The origin of French Onion Soup is highly debated but one thing is for sure, the recipe has stood the test of time with little variations. This soup is quite inexpensive to make so you can splurge on some good quality cheese. It takes some time to prepare but you’ll be rewarded with amazing flavour.
Most versions of the history of French Onion Soup involve a near empty pantry and some stale bread. One claim is that French Onion Soup cures a hangover. I’m not sure if that’s true or not but it might make you cry. Literally. So if you’re having a tough day, slicing onions and slowly caramelizing them is very therapeutic, as is a good cry if you ask me.Jump to Recipe
How to make French Onion Soup
That slow process of cooking the onions until they get a rich golden colour are essential to the flavour of French Onion Soup. I used to try to keep my onion slices in rings but they end up fully broken down anyway. Now I slice the onion in half, then lay it cut side down and slice into thin half circles. It’s the safest way to cut an onion anyway. It looks like way more onion than you think you need but trust me.
Sauté the onions very very slowly in butter. I’ve tried to hurry the process but I’m always disappointed in the results. But, if you want a few tips to speed things up, check out Onion and Leek Soup with Parmesan. which is made by a similar process in less time.
Take your time and watch the onions carefully to make sure they don’t get too dark too fast. Adding sugar when they’re almost ready helps lock in that caramelization. You’ll be rewarded for your hard work with these amazing coloured onions. I’m talking a few hours or more of keeping a close eye and stirring often.
Before adding the broth to the onions, I like to add a splash of white wine. Most French Onion Soup recipes have dry sherry. But how many of you have some in your cupboard? So white wine is a great option. Not too much or it will overpower the broth. This helps deglaze the pan by dissolving all those brown bits into the liquid. Turn the heat up a bit for this step which also helps cook off the alcohol so you’re left with just the flavour of the wine. Then add chicken broth, a bay leaf and a bit of Worcestershire sauce. And a bit of fresh thyme is nice too. I’m usually making this during the cooler months when I don’t have fresh thyme in my garden ironically. If you can’t find any, you could use a little bit of dried but not too much.
Crusty cheesy bread topping for French Onion Soup
Stale baguette slices are perfect for topping French Onion Soup. Give them a good toasting in the oven, both sides, then rub them with a freshly peeled garlic clove. Kind of like colouring. The garlic will literally melt into the bread for a full flavour infusion. If you haven’t tried this, you’ll be surprised how well it works.
For most people including myself, the bread and cheese is the best part of this soup but don’t be tempted to use more than 2 slices of baguette because it will soak up too much of the broth. And it’s a bit much. Lay a few slices over top of the soup in oven safe bowls and gently press it into the broth so it’s well saturated. It’s ok if a bit pokes out.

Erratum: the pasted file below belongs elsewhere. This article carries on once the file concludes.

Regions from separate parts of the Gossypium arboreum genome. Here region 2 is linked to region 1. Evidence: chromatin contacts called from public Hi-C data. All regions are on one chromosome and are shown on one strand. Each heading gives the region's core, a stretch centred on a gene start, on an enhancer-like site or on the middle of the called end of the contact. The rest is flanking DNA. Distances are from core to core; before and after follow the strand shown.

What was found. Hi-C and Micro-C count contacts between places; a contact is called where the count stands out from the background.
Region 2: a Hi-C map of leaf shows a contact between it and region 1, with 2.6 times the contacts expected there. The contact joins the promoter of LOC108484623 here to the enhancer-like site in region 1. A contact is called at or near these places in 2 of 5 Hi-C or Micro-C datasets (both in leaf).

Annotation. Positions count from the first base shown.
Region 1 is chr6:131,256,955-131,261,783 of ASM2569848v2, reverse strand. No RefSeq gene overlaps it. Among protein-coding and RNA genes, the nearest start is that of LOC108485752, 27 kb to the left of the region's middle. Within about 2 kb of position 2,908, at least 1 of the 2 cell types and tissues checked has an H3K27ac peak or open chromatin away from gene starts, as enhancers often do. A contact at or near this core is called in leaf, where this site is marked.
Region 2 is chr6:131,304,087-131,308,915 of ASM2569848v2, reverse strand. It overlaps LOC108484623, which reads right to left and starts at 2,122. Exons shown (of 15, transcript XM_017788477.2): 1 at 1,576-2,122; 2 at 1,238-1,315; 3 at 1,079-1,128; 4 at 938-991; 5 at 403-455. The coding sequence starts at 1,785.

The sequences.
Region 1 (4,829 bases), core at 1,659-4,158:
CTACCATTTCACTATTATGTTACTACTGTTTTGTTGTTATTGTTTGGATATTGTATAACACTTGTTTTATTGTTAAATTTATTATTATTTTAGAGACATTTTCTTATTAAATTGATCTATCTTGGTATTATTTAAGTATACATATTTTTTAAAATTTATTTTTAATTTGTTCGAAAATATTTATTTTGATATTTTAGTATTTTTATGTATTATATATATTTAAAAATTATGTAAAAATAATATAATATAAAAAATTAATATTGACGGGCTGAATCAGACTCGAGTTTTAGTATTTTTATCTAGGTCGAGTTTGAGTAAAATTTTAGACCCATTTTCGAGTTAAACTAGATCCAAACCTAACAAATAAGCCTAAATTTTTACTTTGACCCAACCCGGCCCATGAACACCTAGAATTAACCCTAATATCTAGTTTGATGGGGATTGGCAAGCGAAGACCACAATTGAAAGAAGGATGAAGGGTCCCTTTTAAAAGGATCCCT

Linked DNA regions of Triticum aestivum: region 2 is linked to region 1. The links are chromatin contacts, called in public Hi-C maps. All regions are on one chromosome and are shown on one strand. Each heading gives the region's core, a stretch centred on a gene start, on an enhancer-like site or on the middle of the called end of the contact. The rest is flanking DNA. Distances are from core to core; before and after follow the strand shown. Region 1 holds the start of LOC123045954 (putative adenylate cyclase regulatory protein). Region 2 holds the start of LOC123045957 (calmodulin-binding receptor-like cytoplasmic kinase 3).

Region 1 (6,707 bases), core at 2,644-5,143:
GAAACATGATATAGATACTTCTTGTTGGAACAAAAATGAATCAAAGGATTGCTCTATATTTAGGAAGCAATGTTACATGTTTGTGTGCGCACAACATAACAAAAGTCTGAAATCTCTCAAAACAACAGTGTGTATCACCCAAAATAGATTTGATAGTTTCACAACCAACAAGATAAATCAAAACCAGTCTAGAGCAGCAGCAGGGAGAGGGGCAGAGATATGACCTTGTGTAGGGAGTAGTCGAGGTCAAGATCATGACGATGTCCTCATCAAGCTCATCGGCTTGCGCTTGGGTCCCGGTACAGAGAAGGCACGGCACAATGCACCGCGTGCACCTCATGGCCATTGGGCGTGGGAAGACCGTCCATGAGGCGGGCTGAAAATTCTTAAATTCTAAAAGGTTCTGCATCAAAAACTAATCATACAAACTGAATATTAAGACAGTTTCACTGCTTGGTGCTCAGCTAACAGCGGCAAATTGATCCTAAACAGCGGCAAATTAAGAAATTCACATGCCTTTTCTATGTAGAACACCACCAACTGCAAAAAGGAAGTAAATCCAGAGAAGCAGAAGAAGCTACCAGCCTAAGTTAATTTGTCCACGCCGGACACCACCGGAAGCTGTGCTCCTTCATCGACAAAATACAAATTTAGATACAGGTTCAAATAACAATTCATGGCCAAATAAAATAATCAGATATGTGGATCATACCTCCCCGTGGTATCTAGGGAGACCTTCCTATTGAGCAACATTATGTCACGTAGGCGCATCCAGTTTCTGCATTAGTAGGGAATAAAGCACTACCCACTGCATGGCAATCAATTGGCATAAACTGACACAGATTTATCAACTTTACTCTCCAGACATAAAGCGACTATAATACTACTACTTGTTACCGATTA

Then lay some thin slices of good quality Swiss or Gruyere cheese on top. If you lay the cheese so it overlaps the top of the bowl you’ll be rewarded with crispy browned edges. Just like the bread, don’t be tempted to use too much.
Roast the individual soups in the oven for about 10-15 minutes on convection roast. This way the heat comes from the top and the cheese melts gently. You want the top to be bubbling and slightly browned. If you don’t have a convection roast setting you can bake them and quickly broil them at the end. Just watch them carefully so they don’t get too brown.
You’ll want to dig right in but you’ll burn your mouth on that hot melty cheese. It’s like molten lava. Be patient, in about 10 minutes your French Onion Soup will be ready to eat.
You can prepare the components of the soup in advance and put it together at the last minute. Super easy! And it’s easily adaptable to the number of servings so if you use the ratio of about 1 large onion and 1 1/2 cups of broth per person you’ll have the right balance.
Here’s the recipe:
French Onion Soup
- 4 yellow onions
- 2 Tbsp unsalted butter
- ¼ tsp sugar
- ¼ cup white wine or dry sherry
- 7 cups chicken broth homemade if possible
- 1 bay leaf
- 2 tsp Worcestershire sauce
- 3-4 sprigs fresh thyme or a pinch of dried
- salt pepper to taste
- 8 slices baguette stale is fine
- 1 clove garlic
- 4-6 oz thinly sliced Swiss or Gruyere cheese
- Remove outer skin from onions, slice in half and slice very thinly into half circles.
- Melt butter in a large stock pot over low heat and add onions. Cook, stirring occasionally until onions are very soft and starting to get dark, up to 60 minutes.
- Increase heat slightly and add sugar. Continue to cook, stirring frequently until onions turn dark golden brown and begin to caramelize, being careful not to let them burn,
- Add white wine and cook over medium heat for a few minutes, stirring up the brown bits. Add chicken broth, bay leaf, Worcestershire sauce, thyme, salt and pepper. Simmer for 20-30 minutes on low.
- Meanwhile, arrange baguette slices on a baking sheet. Toast under broiler until lightly toasted, then turn and toast other side. Or grill. Remove from oven and rub garlic briskly over each piece while still warm.
- Preheat oven to 400 degrees on convection roast setting so heat is coming from the top.
- Remove bay leaf and thyme sprigs from soup and ladle into 4 oven safe bowls. Top with two toasted baguette slices, pressing gently into the broth. Top with sliced cheese, arranging so top is covered and some hangs over the bowl edge.
- Roast for about 10-15 minutes until cheese is melted and bubbling on top. Use broiler at the end if necessary to slightly brown the cheese.
- Allow to cool slightly before serving.